Learn about the new Chicago Cubs outfielder – The Mercury News

Seiya Suzuki was one of the top free agents in the market.

His 5-year, $85 million deal For a Japanese position player with the Chicago Cubs is the biggest in Major League Baseball history and surpasses only pitcher Masahiro Tanaka’s seven-year, $155 million contract with the New York Yankees in 2014.

Suzuki, 27, a right-hander, starred in Nippon Professional Baseball, hitting .309 with a .402 on-base percentage and .943 OPS in nine seasons with the Hiroshima Carp. He posted a whopping .433 OBP in 132 games (533 plate appearances) last season, slowing down 38 home runs and 26 doubles.

Get to know the new Cubs outfielder whose first name is “Sae-Yah”.

How the Cubs Landed Seiya Suzuki: Team Pitch in LA, Secret Wrigley Field Tour and a Connection with Yu Darvish

The Cubs waited 99 days for the lockdown to end to present their case to Seiya Suzuki about why she should pick up the Cubs. The Cubs achieved their star goal after a five-day stretch last week, giving Suzuki the biggest contract for a Japanese position player in baseball history.

“We did a five-year deal for a reason. It’s an investment in them and their future,” said Jed Hoyer, president of baseball operations. “If there are some growing pains or some assimilation challenges, that’s fine for us. Because we believe that once they get used to it, we are really excited about what we will get. We have to have some patience.”

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Kosuke Fukudome – still playing in Japan at 44 – says Cubs fans would love to see ‘Seiya Suzuki’

If anyone understands what awaits Japanese star Seiya Suzuki at Wrigley Field, it is his countryman, Kosuke Fukudome.

Fourteen years after becoming the first Japanese player to play for the Fukudome Cubs, the 44-year-old’s career in Nippon Professional Baseball continues, now playing for the Chunichi Dragons.

His fond memories of Chicago have not diminished in the years since his return to Japan. Fukudome spoke to the Tribune with Japanese reporter Naoko Sato who was acting as an interpreter.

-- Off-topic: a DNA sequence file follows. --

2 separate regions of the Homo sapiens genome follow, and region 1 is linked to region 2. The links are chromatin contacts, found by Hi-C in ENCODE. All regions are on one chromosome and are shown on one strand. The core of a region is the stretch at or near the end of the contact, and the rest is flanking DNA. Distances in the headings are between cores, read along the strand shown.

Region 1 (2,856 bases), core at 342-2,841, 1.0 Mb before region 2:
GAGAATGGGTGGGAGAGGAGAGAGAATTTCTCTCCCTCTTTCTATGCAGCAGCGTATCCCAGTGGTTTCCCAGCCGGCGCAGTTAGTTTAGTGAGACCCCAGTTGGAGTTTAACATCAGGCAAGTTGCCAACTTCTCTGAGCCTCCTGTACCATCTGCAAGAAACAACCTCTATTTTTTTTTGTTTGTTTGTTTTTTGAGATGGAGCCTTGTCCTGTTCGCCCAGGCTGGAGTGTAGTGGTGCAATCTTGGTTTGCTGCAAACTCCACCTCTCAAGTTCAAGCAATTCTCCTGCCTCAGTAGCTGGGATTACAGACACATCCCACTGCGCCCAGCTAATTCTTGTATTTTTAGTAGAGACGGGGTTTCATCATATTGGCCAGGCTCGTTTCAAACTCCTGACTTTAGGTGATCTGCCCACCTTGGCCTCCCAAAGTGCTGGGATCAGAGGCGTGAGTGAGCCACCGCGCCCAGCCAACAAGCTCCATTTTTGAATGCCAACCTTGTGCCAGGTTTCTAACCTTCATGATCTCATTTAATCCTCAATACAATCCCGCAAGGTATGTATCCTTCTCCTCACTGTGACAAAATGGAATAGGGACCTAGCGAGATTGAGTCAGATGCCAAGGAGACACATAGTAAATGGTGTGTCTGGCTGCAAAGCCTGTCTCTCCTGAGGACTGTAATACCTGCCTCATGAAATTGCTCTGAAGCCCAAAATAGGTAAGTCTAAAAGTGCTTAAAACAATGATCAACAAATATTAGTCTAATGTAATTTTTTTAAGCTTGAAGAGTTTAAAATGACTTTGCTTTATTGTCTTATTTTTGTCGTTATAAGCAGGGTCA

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Seiya Suzuki shows humor and dedication on her Cubs’ spring debut: ‘He’s not afraid of a challenge’

A golf cart hit the entrance to the Cubs clubhouse, making a way for the premises’ indoor batting cages.

Seiya Suzuki completed three innings in his first spring game in front of a crowd of 10,595 at Sloan Park. His first two plate appearances weren’t exactly memorable: two strikeouts were visible, including some boundary line calls.

Suzuki, accompanied by assistant hitting coach Johnny Washington and interpreter Toy Matsushita in the golf cart, then headed for the cages. His post-game media session will have to wait.

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Mike Trout’s influence on Cubs Siya Suzuki goes beyond that viral moment: ‘You know you’re making an impact’

A shy smile appeared on Siya Suzuki’s face as she mentioned her viral moment.

During his introduction as the Cubs’ new right fielder, Suzuki expressed his admiration for Angels superstar outfielder Mike Trout. When asked why he chose to wear number 27, Suzuki answered in English: “I love you, Mike Trout.”

When discussing the topic after a workout at Sloan Park, Suzuki couldn’t help but momentarily cover her face with her hands, a slight grin still peeping through.

“I don’t like to trend too much,” Suzuki told the Tribune via interpreter Toy Matsushita. “I don’t like being famous.”

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Seiya Suzuki ends a Spring 0-fer with home run in front of Cubs fans: ‘It felt really cool’

Seiya Suzuki’s final at-bat became his most memorable of the spring.

Suzuki was 0-for-8 when he stepped up to the plate in the fourth inning against left-hander Marco Gonzales of the Seattle Mariners. He ended the stretch quickly without a hit, although it was not a good start for the batting.

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Seiya Suzuki’s plate discipline sets up success in Cubs win on day one

Seiya Suzuki thought he would be nervous about making his major-league debut, but the Japanese star didn’t say, “It was really fun.”

“In all my bats I was able to be myself and enjoy the game today,” Suzuki said through interpreter Toy Matsushita.

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